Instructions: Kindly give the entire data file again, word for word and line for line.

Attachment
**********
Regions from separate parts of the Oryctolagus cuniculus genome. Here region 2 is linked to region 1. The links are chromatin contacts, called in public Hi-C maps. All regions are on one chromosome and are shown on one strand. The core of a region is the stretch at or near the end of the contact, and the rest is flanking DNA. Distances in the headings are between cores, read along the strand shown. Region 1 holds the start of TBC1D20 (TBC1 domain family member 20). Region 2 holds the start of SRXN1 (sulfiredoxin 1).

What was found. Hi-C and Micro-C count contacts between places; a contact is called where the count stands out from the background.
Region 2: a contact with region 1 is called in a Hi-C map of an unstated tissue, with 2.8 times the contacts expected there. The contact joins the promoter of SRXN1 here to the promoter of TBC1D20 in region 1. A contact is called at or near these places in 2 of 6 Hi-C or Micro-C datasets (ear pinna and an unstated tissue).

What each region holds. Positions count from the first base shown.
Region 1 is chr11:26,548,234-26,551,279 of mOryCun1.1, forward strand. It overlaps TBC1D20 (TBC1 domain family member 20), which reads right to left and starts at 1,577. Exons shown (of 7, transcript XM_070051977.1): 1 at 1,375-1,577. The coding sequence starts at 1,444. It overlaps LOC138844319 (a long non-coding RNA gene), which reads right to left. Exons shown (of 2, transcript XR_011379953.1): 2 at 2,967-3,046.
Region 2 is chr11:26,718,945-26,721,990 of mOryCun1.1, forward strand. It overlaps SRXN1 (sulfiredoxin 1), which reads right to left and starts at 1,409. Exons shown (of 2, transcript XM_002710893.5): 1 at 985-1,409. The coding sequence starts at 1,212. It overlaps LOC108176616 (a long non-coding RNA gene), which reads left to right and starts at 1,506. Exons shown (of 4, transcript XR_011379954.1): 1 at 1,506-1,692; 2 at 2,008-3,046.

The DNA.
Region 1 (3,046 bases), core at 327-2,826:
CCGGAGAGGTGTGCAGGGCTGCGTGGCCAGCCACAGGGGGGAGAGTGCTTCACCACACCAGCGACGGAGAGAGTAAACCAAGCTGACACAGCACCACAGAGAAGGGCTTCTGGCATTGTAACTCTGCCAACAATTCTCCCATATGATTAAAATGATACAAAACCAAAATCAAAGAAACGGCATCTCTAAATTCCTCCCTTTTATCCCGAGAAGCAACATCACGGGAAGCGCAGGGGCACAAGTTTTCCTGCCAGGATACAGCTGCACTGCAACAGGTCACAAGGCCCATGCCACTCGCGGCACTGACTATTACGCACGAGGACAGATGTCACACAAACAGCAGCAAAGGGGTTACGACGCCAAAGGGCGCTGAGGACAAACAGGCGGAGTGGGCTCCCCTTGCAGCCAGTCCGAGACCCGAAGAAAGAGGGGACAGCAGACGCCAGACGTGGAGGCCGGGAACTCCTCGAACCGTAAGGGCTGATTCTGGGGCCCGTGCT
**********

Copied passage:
Regions from separate parts of the Oryctolagus cuniculus genome. Here region 2 is linked to region 1. The links are chromatin contacts, called in public Hi-C maps. All regions are on one chromosome and are shown on one strand. The core of a region is the stretch at or near the end of the contact, and the rest is flanking DNA. Distances in the headings are between cores, read along the strand shown. Region 1 holds the start of TBC1D20 (TBC1 domain family member 20). Region 2 holds the start of SRXN1 (sulfiredoxin 1).

What was found. Hi-C and Micro-C count contacts between places; a contact is called where the count stands out from the background.
Region 2: a contact with region 1 is called in a Hi-C map of an unstated tissue, with 2.8 times the contacts expected there. The contact joins the promoter of SRXN1 here to the promoter of TBC1D20 in region 1. A contact is called at or near these places in 2 of 6 Hi-C or Micro-C datasets (ear pinna and an unstated tissue).

What each region holds. Positions count from the first base shown.
Region 1 is chr11:26,548,234-26,551,279 of mOryCun1.1, forward strand. It overlaps TBC1D20 (TBC1 domain family member 20), which reads right to left and starts at 1,577. Exons shown (of 7, transcript XM_070051977.1): 1 at 1,375-1,577. The coding sequence starts at 1,444. It overlaps LOC138844319 (a long non-coding RNA gene), which reads right to left. Exons shown (of 2, transcript XR_011379953.1): 2 at 2,967-3,046.
Region 2 is chr11:26,718,945-26,721,990 of mOryCun1.1, forward strand. It overlaps SRXN1 (sulfiredoxin 1), which reads right to left and starts at 1,409. Exons shown (of 2, transcript XM_002710893.5): 1 at 985-1,409. The coding sequence starts at 1,212. It overlaps LOC108176616 (a long non-coding RNA gene), which reads left to right and starts at 1,506. Exons shown (of 4, transcript XR_011379954.1): 1 at 1,506-1,692; 2 at 2,008-3,046.

The DNA.
Region 1 (3,046 bases), core at 327-2,826:
CCGGAGAGGTGTGCAGGGCTGCGTGGCCAGCCACAGGGGGGAGAGTGCTTCACCACACCAGCGACGGAGAGAGTAAACCAAGCTGACACAGCACCACAGAGAAGGGCTTCTGGCATTGTAACTCTGCCAACAATTCTCCCATATGATTAAAATGATACAAAACCAAAATCAAAGAAACGGCATCTCTAAATTCCTCCCTTTTATCCCGAGAAGCAACATCACGGGAAGCGCAGGGGCACAAGTTTTCCTGCCAGGATACAGCTGCACTGCAACAGGTCACAAGGCCCATGCCACTCGCGGCACTGACTATTACGCACGAGGACAGATGTCACACAAACAGCAGCAAAGGGGTTACGACGCCAAAGGGCGCTGAGGACAAACAGGCGGAGTGGGCTCCCCTTGCAGCCAGTCCGAGACCCGAAGAAAGAGGGGACAGCAGACGCCAGACGTGGAGGCCGGGAACTCCTCGAACCGTAAGGGCTGATTCTGGGGCCCGTGCT